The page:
Australia's national industrial relations statute, the Fair Work Act 2009 (Cth) (the "Act"), imposes numerous duties on Australian employers and grants Australian employees numerous rights and entitlements. However, in certain situations, the Act has an extended application, which foreign companies doing business in Australia, or Australian companies doing business overseas, are unlikely to expect. In 2014, the Federal Court of Australia determined two significant cases that helped to clarify the extent to which Australia's employment laws apply to foreign employees (and to foreign companies employing people within Australia).
In December 2014, the Federal Court of Australia held the sole director and shareholder of Devine Marine Group Pty Limited liable for contraventions by the company of its obligations to pay two Fijian workers the minimum wages and other benefits required under Australian Law.
The defendant, Captain Devine, had arranged for the two workers to be brought to Australia as apparent participants in a training program when, in reality, they were carrying out work as employees and were entitled to the benefit of Australia law. The workers undertook salvaging activities for the company in Port Adelaide, South Australia, although they were paid significantly below the applicable Australian minimum wage (quite possibly more than they would otherwise expect to earn in Fiji, however). Consequently, the court reaffirmed the principle that non-Australian employees of Australian employers are afforded the same protections under the Act, at least where their work is carried out in Australia.
The Fair Work Regulations 2009 (Cth) further extend the extraterritorial application of the Act in ways employers are unlikely to expect. Critically, certain protections are extended to employees of Australian employers (including companies incorporated in Australia) whether or not those employees are based in Australia. These extraterritorial protections include (but are not limited to) sections of the Act that prohibit unlawful discrimination and dismissing employees because they were absent by reason of illness or injury.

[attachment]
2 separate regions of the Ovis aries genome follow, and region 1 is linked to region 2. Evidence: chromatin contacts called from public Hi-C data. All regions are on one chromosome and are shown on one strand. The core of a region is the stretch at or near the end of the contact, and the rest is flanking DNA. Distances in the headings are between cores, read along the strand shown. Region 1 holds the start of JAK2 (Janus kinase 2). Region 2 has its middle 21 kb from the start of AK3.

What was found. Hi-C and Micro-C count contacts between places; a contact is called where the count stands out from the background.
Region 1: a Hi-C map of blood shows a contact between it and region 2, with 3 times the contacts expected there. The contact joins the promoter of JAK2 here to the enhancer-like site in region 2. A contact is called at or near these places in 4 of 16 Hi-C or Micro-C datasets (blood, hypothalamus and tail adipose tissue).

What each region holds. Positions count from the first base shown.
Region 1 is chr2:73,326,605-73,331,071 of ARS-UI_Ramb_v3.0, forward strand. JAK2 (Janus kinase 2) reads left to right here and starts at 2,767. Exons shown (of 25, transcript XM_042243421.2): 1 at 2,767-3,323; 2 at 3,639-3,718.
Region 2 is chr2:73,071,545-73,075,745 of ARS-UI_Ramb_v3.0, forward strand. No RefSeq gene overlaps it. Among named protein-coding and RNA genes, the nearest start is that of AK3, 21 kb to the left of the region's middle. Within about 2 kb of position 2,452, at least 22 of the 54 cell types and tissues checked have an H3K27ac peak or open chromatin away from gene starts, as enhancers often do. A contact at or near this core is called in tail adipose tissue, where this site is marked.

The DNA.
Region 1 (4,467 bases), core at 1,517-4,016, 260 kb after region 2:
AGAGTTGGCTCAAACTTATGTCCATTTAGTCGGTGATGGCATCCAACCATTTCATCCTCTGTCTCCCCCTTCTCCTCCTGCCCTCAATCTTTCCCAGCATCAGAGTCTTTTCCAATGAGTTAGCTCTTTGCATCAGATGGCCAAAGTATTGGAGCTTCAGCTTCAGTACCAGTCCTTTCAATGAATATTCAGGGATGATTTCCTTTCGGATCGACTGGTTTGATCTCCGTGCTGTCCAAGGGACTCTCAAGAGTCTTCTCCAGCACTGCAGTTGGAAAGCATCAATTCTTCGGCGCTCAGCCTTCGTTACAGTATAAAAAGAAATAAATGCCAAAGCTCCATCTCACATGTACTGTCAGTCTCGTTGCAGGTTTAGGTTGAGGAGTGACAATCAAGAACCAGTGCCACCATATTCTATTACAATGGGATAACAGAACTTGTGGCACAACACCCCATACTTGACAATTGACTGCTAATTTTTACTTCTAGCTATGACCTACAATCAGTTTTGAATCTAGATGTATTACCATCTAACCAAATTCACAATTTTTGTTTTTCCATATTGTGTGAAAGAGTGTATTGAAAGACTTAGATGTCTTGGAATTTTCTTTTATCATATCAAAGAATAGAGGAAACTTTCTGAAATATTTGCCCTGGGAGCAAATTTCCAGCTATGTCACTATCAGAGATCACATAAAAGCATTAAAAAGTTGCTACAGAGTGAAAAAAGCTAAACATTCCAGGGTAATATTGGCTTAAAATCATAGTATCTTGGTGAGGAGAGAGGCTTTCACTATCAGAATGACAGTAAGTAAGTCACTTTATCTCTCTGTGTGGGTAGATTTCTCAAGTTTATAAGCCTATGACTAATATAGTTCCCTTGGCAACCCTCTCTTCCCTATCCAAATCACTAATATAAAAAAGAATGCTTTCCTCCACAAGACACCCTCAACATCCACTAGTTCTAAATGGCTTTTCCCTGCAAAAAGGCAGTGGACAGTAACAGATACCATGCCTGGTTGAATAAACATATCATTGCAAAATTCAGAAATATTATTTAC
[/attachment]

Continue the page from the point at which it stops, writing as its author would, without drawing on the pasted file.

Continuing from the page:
In 2012, the Fair Work Ombudsman (the Australian regulator) sought to prosecute Australian budget airline Jetstar for contraventions of the Act in respect of non-Australian crew members employed by two subcontractors that were companies incorporated in Thailand and Singapore. The FWO argued that Jetstar was "involved in" and therefore liable for the contraventions, which included a failure to pay the employees the applicable minimum wage. The case was dismissed by the Federal Court in July 2014, largely because the employment relationships in question did not have a sufficient connection with Australia since the foreign employees were employed by foreign companies.
If the non-Australian crew members had been employed by Jetstar (i.e., an Australian employer), they may have been entitled to residual protections under the Act—notwithstanding that the employment relationship otherwise had little to no connection with Australia. The Fair Work Ombudsman may well seek to run another test case along the lines of Jetstar if appropriate facts arise. The risk of noncompliance by Australian employers in respect of non-Australian employees is heightened considering that these non-Australian employees may be willing to work in conditions (and for benefits) that Australian employees would not accept.